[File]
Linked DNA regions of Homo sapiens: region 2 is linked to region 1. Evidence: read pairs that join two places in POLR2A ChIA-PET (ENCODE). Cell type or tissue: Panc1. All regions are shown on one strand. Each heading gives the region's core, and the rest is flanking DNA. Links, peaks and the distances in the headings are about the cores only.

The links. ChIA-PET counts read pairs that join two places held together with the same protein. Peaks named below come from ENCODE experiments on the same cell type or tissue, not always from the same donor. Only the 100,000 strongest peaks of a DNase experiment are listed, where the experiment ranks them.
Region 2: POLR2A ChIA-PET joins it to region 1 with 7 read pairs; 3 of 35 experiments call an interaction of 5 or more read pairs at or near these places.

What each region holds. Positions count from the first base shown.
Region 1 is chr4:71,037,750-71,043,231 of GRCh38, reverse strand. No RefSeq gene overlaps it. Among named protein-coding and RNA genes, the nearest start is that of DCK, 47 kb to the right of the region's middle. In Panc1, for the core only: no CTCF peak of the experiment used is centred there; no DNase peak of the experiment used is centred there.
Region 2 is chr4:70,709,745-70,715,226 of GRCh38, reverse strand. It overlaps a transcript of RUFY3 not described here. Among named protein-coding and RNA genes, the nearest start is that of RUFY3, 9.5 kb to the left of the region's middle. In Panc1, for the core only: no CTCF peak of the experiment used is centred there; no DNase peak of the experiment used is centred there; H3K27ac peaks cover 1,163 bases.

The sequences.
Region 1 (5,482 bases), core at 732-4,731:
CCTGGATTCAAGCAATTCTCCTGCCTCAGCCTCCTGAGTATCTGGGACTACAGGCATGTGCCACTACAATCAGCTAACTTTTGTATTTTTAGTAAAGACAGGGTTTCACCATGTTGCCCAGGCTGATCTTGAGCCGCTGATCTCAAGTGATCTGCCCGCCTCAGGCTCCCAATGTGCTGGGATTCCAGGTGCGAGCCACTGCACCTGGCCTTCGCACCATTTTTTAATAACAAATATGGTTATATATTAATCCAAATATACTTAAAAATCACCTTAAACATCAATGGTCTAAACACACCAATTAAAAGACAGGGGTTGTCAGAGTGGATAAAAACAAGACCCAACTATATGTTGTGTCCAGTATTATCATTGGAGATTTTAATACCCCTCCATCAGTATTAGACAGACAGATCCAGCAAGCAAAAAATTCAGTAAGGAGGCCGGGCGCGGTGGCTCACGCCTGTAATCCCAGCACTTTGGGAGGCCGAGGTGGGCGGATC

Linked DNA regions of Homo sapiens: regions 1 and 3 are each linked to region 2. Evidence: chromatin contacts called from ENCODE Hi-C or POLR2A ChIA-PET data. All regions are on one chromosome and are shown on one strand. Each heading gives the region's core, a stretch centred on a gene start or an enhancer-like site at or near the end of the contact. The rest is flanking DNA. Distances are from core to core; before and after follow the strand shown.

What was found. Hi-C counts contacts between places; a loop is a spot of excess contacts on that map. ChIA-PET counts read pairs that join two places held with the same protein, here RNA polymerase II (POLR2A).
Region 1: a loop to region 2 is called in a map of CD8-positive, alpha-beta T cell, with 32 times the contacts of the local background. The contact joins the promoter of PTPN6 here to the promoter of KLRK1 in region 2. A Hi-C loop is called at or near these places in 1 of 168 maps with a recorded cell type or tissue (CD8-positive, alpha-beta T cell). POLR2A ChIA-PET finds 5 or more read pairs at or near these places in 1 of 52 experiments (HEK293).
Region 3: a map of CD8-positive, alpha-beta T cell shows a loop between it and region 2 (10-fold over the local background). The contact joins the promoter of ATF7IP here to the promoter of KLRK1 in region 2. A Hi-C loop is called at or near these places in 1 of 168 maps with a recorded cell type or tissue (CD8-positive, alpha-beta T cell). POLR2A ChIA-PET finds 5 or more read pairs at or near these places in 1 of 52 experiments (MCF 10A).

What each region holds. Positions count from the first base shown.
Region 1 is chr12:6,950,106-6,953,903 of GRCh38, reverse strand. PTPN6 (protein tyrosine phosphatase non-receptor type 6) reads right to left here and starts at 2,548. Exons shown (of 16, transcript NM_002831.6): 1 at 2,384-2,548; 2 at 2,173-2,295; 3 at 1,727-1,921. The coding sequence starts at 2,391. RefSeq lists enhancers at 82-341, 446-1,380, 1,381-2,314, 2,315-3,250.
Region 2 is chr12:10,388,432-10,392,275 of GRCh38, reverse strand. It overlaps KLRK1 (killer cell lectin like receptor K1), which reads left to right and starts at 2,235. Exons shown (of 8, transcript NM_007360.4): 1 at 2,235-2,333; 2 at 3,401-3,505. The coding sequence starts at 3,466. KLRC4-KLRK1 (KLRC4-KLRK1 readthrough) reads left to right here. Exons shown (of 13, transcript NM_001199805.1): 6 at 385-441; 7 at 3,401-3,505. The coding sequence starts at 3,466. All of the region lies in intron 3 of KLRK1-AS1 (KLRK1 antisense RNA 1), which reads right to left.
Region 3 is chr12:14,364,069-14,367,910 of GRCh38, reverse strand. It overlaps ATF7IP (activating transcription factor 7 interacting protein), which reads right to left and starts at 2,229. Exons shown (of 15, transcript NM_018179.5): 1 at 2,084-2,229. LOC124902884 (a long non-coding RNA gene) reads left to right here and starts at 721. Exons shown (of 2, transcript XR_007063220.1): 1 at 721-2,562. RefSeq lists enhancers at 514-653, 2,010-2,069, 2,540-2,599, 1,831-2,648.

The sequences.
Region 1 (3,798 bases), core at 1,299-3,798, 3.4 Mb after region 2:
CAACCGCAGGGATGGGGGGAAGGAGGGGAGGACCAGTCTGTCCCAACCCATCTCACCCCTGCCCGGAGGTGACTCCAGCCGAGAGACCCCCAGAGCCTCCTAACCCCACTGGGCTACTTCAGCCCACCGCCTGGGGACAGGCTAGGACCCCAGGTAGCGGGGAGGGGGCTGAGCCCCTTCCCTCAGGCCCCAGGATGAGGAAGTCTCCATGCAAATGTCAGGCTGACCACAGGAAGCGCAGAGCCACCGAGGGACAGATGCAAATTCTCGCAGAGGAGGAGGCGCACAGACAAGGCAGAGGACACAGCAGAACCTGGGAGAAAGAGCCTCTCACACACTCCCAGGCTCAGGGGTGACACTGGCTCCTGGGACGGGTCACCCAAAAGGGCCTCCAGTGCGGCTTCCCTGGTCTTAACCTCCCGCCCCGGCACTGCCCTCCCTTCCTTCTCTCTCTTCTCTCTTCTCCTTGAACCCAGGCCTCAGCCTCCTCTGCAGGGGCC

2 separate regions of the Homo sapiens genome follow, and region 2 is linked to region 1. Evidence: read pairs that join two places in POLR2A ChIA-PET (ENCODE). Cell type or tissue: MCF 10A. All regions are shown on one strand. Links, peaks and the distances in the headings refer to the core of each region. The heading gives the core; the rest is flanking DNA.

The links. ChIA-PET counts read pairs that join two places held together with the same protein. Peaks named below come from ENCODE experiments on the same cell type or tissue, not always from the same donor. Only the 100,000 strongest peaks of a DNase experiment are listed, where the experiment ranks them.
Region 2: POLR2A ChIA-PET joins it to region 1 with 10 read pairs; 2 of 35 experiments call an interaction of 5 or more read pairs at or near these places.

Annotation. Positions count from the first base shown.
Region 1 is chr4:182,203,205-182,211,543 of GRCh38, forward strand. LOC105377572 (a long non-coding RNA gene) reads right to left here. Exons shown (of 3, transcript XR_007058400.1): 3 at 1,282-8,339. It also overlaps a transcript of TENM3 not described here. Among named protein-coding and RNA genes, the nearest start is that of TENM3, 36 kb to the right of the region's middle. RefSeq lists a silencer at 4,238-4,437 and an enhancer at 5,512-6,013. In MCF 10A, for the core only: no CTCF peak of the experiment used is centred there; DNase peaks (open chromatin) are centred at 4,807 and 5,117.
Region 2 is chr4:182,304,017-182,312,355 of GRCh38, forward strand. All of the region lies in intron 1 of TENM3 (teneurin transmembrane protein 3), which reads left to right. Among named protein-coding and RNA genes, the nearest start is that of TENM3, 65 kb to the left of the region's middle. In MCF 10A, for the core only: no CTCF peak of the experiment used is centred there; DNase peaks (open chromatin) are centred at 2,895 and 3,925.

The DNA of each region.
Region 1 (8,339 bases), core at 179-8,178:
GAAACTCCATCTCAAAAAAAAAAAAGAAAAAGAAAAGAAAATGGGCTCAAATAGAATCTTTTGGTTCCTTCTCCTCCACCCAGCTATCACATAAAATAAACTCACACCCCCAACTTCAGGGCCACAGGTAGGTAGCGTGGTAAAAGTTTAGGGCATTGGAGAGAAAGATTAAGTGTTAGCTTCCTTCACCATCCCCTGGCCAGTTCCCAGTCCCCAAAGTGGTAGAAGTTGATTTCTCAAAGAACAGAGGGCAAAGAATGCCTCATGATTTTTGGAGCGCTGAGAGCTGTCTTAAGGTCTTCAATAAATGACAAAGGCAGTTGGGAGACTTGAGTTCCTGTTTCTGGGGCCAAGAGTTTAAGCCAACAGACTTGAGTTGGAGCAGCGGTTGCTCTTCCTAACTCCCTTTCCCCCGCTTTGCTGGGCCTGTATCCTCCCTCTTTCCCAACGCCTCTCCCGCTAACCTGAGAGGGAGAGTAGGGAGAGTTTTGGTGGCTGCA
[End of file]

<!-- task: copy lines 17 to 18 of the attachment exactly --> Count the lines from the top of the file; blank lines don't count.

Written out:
Region 3 is chr12:14,364,069-14,367,910 of GRCh38, reverse strand. It overlaps ATF7IP (activating transcription factor 7 interacting protein), which reads right to left and starts at 2,229. Exons shown (of 15, transcript NM_018179.5): 1 at 2,084-2,229. LOC124902884 (a long non-coding RNA gene) reads left to right here and starts at 721. Exons shown (of 2, transcript XR_007063220.1): 1 at 721-2,562. RefSeq lists enhancers at 514-653, 2,010-2,069, 2,540-2,599, 1,831-2,648.

The sequences.